Intent on never letting a good crisis go to waste, liberal pundits such as Vox’s Ezra Klein couldn’t seem to wait for the blood to dry after Wednesday morning’s horrific murder of two journalists in Virginia before trotting out their usual gun-control wish list. Notwithstanding the fact that President Obama’s gun-control measures wouldn’t have prevented the murders, Klein took to Twitter to make his case that gun control would reduce gun violence.
Klein’s thesis is simple: Reducing the availability of guns would reduce the rate of suicide.
Is this claim backed by good data? Let’s examine the countries with some of the world’s strictest gun-control laws.
Liberal pundits love Australia’s gun-control regime, especially the post-1996 National Agreement on Firearms that “all but prohibited . . . automatic and semiautomatic” rifles, instituted a gun buy-back program that took nearly 650,000 firearms out of circulation, and required applicants for gun licenses to demonstrate their “genuine need” for a weapon.
Vox says this gun-control system was a causal factor in reducing the suicide rate. A data-heavy piece by German Lopez, published this week, includes a chart purporting to show a causal relationship between the buy-back program and the drop in the Australian suicide rate.
“When countries reduced access to guns, they saw a drop in the number of firearm suicides,” Lopez wrote.
But while the chart does show a steady decline in gun-related suicides, the reduction occurred at the same time as an overall reduction in the Australian suicide rate. What’s more, firearm-related suicides had been declining in Australia for nearly ten years before the 1996 restrictions on gun ownership.
Vox’s own chart does not appear to show a causal link between gun control and a reduction in suicide rates in Australia.
Japan has long had one of the world’s most restrictive national gun-control policies. The Council on Foreign Relations reports that, “Gun-control advocates regularly cite Japan’s highly restrictive firearm regulations in tandem with its extraordinarily low gun homicide rate.” This is true. Because most guns are illegal in Japan and gun-ownership rates are extremely low, the country has the lowest gun-homicide rate in the world at one in 10 million.
According to Vox’s theory, Japan should have a similarly low suicide rate — but that’s not what you see at all. Japan has one of the highest suicide rates in the world, nearly twice the U.S. rate. Just last month, the BBC reported that nearly 25,000 Japanese took their own lives in 2014 alone, more than 70 people every day.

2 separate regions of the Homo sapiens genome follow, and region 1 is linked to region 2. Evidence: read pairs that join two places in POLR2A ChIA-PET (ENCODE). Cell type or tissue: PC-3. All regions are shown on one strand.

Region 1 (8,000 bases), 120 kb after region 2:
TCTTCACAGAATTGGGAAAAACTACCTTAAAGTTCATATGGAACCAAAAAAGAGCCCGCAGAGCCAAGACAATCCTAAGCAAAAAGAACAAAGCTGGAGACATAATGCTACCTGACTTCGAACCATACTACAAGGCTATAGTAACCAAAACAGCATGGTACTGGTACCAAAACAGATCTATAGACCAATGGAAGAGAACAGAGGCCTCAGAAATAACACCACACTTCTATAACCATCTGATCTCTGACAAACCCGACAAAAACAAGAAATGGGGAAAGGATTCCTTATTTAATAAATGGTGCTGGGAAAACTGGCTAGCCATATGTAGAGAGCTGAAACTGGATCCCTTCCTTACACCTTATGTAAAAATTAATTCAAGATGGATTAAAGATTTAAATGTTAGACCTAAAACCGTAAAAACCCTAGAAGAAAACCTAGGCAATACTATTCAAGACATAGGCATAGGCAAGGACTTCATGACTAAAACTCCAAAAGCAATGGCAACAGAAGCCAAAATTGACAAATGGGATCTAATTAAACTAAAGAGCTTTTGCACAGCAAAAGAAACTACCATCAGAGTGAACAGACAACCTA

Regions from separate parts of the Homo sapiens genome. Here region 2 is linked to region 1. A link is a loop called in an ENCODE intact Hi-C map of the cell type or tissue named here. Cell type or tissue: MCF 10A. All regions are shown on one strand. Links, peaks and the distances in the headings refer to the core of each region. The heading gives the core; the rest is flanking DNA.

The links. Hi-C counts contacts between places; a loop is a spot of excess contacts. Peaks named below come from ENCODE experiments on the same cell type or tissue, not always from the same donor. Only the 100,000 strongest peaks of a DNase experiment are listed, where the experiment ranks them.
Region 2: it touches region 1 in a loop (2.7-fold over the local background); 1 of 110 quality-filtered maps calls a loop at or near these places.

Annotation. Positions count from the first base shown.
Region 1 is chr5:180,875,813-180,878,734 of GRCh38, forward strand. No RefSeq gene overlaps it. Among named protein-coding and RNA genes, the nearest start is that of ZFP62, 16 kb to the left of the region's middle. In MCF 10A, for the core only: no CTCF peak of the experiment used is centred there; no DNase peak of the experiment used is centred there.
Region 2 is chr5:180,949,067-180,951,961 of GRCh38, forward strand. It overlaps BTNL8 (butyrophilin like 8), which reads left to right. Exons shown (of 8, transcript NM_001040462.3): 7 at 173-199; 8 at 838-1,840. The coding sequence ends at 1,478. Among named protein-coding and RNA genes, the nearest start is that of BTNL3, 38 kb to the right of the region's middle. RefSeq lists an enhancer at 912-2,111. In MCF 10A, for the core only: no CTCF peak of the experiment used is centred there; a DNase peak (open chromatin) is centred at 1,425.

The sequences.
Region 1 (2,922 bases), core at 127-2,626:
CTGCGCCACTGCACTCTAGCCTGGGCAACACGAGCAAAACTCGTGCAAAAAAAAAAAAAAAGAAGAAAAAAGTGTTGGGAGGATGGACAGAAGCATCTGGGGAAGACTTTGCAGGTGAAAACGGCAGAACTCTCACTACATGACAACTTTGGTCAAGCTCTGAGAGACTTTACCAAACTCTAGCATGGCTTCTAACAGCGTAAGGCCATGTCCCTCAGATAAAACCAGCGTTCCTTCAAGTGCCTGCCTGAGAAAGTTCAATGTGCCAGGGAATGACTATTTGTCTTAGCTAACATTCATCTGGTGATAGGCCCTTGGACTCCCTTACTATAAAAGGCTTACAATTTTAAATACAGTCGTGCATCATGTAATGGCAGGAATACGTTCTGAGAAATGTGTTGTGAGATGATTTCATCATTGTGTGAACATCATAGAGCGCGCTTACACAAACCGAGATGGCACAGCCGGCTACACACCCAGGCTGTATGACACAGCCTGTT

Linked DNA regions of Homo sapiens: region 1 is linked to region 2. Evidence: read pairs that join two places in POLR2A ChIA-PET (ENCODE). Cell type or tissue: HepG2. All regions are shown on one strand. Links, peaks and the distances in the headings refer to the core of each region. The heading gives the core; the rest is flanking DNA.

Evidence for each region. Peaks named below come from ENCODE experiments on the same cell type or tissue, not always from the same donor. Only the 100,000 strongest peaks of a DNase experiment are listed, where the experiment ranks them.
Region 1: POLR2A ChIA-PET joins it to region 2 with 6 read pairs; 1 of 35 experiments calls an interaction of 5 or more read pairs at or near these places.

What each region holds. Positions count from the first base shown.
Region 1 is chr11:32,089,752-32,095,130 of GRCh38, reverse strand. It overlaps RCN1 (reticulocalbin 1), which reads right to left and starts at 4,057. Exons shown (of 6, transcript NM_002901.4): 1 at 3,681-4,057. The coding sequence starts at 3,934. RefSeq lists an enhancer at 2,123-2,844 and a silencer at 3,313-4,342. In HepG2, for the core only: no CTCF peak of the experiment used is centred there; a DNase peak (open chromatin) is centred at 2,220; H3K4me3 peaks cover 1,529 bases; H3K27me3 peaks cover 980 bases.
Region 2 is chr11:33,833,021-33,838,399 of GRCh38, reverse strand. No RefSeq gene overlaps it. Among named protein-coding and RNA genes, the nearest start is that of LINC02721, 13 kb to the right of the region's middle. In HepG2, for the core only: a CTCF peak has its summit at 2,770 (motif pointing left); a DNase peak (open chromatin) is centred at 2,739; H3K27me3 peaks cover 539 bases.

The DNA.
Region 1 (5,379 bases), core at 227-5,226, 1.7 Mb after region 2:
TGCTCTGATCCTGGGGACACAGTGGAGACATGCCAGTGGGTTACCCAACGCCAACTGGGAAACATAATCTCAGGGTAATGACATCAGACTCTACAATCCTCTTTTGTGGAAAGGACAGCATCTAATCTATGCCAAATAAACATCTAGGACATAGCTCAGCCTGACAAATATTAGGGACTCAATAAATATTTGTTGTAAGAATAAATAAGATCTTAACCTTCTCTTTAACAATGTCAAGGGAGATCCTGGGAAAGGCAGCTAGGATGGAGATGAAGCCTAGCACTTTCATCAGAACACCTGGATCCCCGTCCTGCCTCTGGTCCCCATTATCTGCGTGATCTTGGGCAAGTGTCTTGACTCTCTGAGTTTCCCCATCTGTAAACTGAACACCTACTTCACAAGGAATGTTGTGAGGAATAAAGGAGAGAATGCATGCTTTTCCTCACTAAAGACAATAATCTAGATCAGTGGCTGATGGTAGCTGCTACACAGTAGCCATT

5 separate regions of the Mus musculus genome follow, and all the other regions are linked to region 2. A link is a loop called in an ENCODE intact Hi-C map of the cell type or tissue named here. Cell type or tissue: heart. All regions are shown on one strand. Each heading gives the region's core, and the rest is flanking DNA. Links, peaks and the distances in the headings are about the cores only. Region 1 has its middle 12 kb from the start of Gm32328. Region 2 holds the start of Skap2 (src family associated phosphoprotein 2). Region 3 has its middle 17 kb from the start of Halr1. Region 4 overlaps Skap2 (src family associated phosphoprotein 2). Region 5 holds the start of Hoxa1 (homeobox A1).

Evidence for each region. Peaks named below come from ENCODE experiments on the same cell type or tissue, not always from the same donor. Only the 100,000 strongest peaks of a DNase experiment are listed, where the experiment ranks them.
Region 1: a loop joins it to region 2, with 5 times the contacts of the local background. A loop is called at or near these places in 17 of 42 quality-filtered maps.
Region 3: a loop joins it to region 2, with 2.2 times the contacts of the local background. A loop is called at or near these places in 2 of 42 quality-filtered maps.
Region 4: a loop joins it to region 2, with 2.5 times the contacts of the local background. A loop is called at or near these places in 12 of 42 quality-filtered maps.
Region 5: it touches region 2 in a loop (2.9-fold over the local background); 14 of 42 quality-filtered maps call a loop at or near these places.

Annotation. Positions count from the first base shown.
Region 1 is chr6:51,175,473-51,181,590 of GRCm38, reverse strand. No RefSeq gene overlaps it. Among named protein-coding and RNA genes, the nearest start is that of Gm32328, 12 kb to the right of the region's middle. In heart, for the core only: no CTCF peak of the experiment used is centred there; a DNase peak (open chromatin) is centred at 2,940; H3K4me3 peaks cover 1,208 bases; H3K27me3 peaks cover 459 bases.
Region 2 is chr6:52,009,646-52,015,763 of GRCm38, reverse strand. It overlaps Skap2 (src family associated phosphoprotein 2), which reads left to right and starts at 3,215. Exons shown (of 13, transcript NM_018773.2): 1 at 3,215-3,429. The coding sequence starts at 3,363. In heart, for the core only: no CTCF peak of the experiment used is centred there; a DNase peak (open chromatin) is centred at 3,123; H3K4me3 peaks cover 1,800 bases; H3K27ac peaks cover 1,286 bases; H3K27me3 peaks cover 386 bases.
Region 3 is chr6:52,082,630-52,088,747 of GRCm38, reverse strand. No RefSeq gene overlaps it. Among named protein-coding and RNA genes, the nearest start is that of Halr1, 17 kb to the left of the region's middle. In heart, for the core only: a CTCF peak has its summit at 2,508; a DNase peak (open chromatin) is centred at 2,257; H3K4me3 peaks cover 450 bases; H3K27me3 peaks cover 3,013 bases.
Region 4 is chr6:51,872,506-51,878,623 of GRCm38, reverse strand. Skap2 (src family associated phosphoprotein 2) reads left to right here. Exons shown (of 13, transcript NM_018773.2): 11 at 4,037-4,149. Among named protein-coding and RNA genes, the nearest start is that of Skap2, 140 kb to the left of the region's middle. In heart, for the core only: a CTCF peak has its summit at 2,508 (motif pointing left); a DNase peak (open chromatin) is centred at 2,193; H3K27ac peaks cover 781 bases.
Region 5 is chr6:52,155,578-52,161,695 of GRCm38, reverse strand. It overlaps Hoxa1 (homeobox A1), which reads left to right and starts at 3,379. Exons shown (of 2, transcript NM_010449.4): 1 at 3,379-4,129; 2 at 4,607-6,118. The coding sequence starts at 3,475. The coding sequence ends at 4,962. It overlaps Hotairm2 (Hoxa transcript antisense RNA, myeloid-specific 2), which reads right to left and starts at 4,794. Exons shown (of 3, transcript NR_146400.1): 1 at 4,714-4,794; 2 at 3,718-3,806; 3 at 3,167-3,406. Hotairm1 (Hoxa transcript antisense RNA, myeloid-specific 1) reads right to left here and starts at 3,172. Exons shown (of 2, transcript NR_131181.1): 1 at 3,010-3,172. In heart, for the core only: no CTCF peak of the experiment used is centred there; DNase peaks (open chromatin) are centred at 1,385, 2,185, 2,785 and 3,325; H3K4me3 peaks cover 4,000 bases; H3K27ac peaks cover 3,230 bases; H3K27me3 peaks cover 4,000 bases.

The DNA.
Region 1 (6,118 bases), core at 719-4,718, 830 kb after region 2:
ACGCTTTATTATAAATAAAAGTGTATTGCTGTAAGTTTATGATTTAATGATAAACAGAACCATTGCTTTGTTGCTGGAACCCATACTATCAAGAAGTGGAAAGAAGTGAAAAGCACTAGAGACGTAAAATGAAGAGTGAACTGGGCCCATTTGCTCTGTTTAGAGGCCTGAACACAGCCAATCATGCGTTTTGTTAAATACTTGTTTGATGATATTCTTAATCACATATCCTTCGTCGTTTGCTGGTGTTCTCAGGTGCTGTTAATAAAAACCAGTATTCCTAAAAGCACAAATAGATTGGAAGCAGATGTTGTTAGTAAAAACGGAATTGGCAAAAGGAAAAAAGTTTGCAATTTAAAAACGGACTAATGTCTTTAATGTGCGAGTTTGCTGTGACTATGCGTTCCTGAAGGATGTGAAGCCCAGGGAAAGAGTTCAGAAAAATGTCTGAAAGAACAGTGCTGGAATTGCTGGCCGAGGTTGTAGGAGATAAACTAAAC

The scarcity of firearms in Japan has not prevented an extremely high occurrence of suicide.
South Korea has gun-control laws so strict almost all guns are illegal; the few available hunting rifles must be “stored at police stations” when not in use. Handguns are practically non-existent and “advertising guns or ammunition is banned.” But while shooting incidents “are rare,” South Korea has the highest suicide rate in the developed world according to the World Health Organization.
As in Japan, social and cultural factors are probably to blame: 14-hour days in the classroom with relentless pressure to ace exams, a “higher percentage of stressed out kids than in any of the 30 other developed nations,” and expectations of success made more difficult to meet in moribund economic times.
Guns are certainly not a factor in the suicide rate. Along with hanging, drowning, and jumping off of buildings, ingesting pesticides was the method of choice for nearly 25 percent of South Korean suicides between 2006 and 2010. In 2012, more than 14,000 South Koreans took their own lives.
Gun-control is not a causal factor in reducing suicide rates.
According to the data compiled by the World Health Organization, the story is much the same elsewhere: Developed Western nations such as Hungary, Poland, France, Belgium, and Austria all have higher suicide rates than the United States — and all have stricter gun-control regimes. As much as Ezra Klein and Vox want to use suicide rates as a tool to attack American’s Second Amendment rights, the data don’t support their case.
— Mark Antonio Wright is an intern at National Review.